We have a feast at least once a month ... sometimes for family, or friends, sometimes breakfast, or dinner, sometimes for special traditions like our very own Anzac Day/Thanksgiving hybrid. I'd like to promise you that I'll post a feast here regularly ... but to be honest, writing about them seems to be more work than making them! But I'll do my best ...


Last month, we had a Middle Eastern-inspired feast with Robbie's cousin Donna and her sweet family - and I want to start here, because this genre of food makes a great start for a feasting tradition. That's why we chose it for our wedding reception. Based on fresh produce and pulses, with cheeses and lamb cutlets thrown in if you're that way inclined, it's thriftier than it looks, and can easily accommodate gluten free (gf) or vegan (v) diets. And, crucially, you can do so much in advance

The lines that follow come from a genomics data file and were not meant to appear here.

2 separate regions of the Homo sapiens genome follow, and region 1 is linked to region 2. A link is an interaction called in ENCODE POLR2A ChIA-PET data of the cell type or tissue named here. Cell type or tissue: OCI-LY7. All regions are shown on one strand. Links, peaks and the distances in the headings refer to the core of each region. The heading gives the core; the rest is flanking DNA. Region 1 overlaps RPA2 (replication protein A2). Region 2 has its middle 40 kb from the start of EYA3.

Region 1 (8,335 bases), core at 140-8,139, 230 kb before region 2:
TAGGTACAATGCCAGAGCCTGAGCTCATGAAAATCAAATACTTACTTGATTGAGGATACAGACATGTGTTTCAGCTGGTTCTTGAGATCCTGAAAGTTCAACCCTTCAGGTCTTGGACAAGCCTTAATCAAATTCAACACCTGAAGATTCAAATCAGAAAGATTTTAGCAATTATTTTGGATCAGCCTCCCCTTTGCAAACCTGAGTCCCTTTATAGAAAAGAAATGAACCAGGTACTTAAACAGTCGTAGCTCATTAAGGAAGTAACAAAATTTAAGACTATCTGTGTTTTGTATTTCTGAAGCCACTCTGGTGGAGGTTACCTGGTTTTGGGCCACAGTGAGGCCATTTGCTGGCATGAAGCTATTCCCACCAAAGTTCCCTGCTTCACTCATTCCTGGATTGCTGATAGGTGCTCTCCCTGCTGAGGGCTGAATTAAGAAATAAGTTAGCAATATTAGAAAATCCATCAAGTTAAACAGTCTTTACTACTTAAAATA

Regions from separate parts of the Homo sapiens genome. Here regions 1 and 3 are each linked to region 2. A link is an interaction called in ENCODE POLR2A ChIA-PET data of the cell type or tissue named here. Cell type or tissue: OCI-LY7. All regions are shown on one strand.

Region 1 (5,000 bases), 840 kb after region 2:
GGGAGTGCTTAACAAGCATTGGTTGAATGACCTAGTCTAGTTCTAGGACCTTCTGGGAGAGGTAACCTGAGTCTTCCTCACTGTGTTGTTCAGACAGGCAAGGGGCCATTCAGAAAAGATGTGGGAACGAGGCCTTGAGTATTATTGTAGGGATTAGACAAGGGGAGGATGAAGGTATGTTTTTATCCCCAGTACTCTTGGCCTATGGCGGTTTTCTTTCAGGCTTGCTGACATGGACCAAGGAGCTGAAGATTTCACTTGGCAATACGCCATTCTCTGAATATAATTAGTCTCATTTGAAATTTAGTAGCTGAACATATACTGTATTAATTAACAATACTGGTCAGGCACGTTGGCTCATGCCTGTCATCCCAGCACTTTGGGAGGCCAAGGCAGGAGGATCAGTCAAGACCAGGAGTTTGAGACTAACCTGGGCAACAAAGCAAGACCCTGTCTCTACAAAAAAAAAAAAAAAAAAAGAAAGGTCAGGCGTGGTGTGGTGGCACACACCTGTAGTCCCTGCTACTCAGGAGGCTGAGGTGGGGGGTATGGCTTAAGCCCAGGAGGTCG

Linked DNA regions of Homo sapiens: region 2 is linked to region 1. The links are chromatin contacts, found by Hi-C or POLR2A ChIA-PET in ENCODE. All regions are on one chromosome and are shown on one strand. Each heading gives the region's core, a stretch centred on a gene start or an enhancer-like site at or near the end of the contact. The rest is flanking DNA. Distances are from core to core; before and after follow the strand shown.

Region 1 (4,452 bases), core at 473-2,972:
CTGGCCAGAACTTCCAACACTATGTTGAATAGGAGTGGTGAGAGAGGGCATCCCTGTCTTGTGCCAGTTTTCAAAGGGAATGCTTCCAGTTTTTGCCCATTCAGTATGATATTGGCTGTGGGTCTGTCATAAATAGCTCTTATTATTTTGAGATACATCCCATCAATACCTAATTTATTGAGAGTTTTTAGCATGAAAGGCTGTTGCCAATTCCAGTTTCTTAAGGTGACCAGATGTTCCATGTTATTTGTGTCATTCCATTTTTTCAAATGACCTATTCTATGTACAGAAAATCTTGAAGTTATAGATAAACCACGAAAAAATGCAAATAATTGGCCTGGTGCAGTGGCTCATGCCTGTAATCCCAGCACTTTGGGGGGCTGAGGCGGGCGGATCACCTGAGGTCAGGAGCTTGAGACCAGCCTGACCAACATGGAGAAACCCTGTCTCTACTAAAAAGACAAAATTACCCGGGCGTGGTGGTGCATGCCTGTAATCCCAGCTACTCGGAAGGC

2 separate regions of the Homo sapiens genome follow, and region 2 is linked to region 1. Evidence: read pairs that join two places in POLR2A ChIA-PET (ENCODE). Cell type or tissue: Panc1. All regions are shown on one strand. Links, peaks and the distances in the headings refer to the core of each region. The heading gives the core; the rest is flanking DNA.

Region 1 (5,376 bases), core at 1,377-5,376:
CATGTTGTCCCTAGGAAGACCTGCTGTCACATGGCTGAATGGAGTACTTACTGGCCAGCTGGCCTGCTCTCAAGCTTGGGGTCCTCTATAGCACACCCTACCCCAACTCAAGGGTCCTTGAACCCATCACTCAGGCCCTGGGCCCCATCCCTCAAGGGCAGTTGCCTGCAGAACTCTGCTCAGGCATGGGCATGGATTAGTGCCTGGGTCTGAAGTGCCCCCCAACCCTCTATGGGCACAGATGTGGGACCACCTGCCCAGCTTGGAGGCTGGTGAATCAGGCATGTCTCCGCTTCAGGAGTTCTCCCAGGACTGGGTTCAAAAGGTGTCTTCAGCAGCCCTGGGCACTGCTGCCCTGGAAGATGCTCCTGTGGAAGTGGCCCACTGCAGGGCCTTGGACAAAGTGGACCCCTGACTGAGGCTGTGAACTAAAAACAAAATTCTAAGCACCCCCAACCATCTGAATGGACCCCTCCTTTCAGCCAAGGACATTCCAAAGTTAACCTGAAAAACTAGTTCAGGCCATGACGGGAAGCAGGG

For this particular feast, it was the end of summer, and Robbie grilled lamb, and we ate mostly dips and salads and things to spread across flatbreads. Perfect for outdoors.
And here's how to do it.
Amanda xx

The menu:
Dips and spreads (recipes below)
  • Baba ganoush :: smoky eggplant puree (v, gf)
  • Tzaziki :: herby yogurt dip (gf)
  • Hummus :: lemony chickpea spread (v, gf)
  • Marinated feta :: creamy peppery cheese (gf)

Things to dip (recipes below or linked)

Salads (recipes linked)

Dessert (recipes linked)

//

The timing:
Up to a week ahead :: marinated feta

Up to a day ahead :: baba ganoush + tzaziki + hummus + lemon-roasted or crisp-roasted potatoes + felafel + quinoa tabouli + almond filo rolls

On the day :: flatbreads + grilled haloumi + lentil and apricot salad